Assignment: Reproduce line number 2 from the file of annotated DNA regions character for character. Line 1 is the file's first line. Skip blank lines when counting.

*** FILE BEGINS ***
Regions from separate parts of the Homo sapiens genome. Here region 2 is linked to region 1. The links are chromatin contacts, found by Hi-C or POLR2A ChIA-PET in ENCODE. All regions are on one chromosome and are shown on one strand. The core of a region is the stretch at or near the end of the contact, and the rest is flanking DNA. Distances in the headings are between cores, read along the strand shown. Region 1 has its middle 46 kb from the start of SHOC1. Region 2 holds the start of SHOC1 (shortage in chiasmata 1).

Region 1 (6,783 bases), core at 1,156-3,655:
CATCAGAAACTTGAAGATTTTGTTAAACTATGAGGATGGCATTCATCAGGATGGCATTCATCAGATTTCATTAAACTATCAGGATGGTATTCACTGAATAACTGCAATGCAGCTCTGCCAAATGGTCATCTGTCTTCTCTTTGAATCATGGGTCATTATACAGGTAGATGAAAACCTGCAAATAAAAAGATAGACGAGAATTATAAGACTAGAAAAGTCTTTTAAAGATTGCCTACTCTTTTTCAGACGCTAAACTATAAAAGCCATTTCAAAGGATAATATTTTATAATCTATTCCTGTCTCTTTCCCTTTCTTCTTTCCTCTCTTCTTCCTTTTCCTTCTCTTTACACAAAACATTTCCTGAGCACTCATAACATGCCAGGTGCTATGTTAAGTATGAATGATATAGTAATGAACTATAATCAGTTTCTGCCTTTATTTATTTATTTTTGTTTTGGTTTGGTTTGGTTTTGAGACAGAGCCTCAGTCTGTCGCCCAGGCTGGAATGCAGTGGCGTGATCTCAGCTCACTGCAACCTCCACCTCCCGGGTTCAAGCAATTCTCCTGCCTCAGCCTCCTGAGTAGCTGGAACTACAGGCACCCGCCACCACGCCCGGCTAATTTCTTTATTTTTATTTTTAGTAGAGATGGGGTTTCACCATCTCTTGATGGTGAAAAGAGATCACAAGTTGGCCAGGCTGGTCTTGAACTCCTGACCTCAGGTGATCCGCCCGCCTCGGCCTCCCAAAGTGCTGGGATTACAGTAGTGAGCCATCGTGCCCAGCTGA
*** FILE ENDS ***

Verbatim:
Region 1 (6,783 bases), core at 1,156-3,655: